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Meet Your 2012 Seattle Mariners: Dustin Ackley

Second Base: Dustin Ackley #13

24 years old; Experience: one year

Dear readers - meet your savior and future star forever of the Seattle Mariners Dustin Ackley!!! Or at least that is what it feels like the pressure that has been placed on Ackley in Seattle is like. Between you and me, I would rather be viewed that way than the other way - the consolation prize to the Stephen Strasburg sweepstakes (which if you remember correctly, the Mariners were all primed to win and then decided to finally win a couple of games at the end of the season, you know, when it mattered). That was a long bitter sentence in those parentheses, but it is a fair look. Even though Strasburg has had Tommy John surgery once, he was viewed as the biggest pitcher to come out of the draft in a long while. Ackley was viewed as the best college position player that year - he is the record holder for the most hits in the College World Series after all. He is a crucial part to this Seattle Mariners puzzle - as seen by the fact he has his own commercial after not even playing a full year with the team.

Ackley was fast-tracked for the majors from the start because he proved that he knew how to put the ball into play, which instantly separated him from about 12 of the position players on the Mariners roster. He joined the team after the June call-up last year and ended up the most valuable position player on the roster at a 2.7 WAR, second to Brendan Ryan at 2.6, and Franklin Gutierrez at 1.1 (eesh). Ackley held up against the major league pitchers. He hit to the tune of .273/.348/.417 with six home runs and seven triples. He struck out at quite a higher clip than he did in the minor leagues, about once in every five at bats. But that looked to be a sign of aggression, and Ackley for the most part is a patient hitter. His strikeouts weren't the dumb kind of the likes of my old favorite swinger Yuniesky Betancourt (whose strikeout hijinks have been permanently seared into my brain).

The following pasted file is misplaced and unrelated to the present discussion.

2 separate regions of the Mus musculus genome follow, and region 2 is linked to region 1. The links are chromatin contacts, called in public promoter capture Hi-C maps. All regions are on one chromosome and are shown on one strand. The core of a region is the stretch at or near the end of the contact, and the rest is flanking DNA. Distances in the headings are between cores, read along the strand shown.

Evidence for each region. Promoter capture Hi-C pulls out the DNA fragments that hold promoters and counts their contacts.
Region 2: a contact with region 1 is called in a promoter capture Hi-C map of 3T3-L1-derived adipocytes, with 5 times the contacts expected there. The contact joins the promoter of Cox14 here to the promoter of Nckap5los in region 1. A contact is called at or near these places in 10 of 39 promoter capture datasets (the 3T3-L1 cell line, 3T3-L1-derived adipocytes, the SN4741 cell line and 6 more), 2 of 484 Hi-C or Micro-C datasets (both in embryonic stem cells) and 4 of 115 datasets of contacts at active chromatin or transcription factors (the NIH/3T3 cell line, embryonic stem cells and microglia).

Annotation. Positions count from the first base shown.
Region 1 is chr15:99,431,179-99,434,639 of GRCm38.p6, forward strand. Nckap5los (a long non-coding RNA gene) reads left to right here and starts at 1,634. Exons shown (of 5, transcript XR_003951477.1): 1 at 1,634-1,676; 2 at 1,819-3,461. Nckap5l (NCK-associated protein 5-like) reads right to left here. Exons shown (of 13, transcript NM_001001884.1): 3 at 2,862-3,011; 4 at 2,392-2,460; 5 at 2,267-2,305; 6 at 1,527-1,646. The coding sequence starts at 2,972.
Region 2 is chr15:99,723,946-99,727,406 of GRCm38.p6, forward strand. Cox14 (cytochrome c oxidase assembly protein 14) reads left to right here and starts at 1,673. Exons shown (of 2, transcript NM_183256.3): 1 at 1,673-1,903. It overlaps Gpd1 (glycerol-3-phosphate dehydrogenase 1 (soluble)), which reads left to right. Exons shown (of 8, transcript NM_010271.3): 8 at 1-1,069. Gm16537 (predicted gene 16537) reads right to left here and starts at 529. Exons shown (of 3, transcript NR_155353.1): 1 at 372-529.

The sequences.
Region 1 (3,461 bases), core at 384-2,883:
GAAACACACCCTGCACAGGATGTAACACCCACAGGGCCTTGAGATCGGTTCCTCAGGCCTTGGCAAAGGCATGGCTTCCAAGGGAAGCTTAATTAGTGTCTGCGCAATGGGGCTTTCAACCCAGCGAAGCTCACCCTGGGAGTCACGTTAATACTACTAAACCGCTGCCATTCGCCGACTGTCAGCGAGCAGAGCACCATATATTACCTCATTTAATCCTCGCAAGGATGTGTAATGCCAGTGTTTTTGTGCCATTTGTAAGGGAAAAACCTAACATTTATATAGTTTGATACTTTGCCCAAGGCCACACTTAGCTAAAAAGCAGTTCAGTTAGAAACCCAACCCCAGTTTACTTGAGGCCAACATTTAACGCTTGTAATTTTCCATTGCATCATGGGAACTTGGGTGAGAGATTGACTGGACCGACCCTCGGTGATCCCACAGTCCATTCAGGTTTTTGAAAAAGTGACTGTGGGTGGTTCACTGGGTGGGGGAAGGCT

He also was a fairly competent defensive second basemen last year. He wasn't dazzling, but he showed his athleticism and a knack for the position. This is encouraging considering that Ackley played a bit of shortstop, first base, and mostly center field while playing college ball at University of North Carolina. You'll notice that second base isn't listed in those positions. But with the Mariners already having what they thought was the centerfielder of the future in Gutierrez, Ackley had to work his way into the line-up in a position the Mariners were lacking in. Ackley had a very Ackley like spring this year. He hit the ball well, he stole a base, he walked a few times, hit a home run, got a couple triples, and hit some doubles. He isn't the flashiest of players, but Ackley will very quietly put together a very solid game.

The key with Ackley that should help his batting stats a bit is that the team appears (on paper!!!!! every year the Seattle Mariners appear to have improved ON PAPER!!!!) to have added a few bats. Last year Ackley came in with a lot of expectations on him, and luckily for him, this year those unnecessary expectations have all been shifted to Jesus Montero. Ackley will start off the season hitting second, and assuming Ichiro's bat speed hasn't gone from Japanese bullet train to American Amtrak train in the past two years, pitchers will have to pitch to Ackley. I expect to see an improvement upon his stats solely because he will be playing the full year of major league ball, and Ackley didn't look too exposed last year. He is a mature baseball player, and luckily for us fans, one that helps you start to actually care about the Mariners again.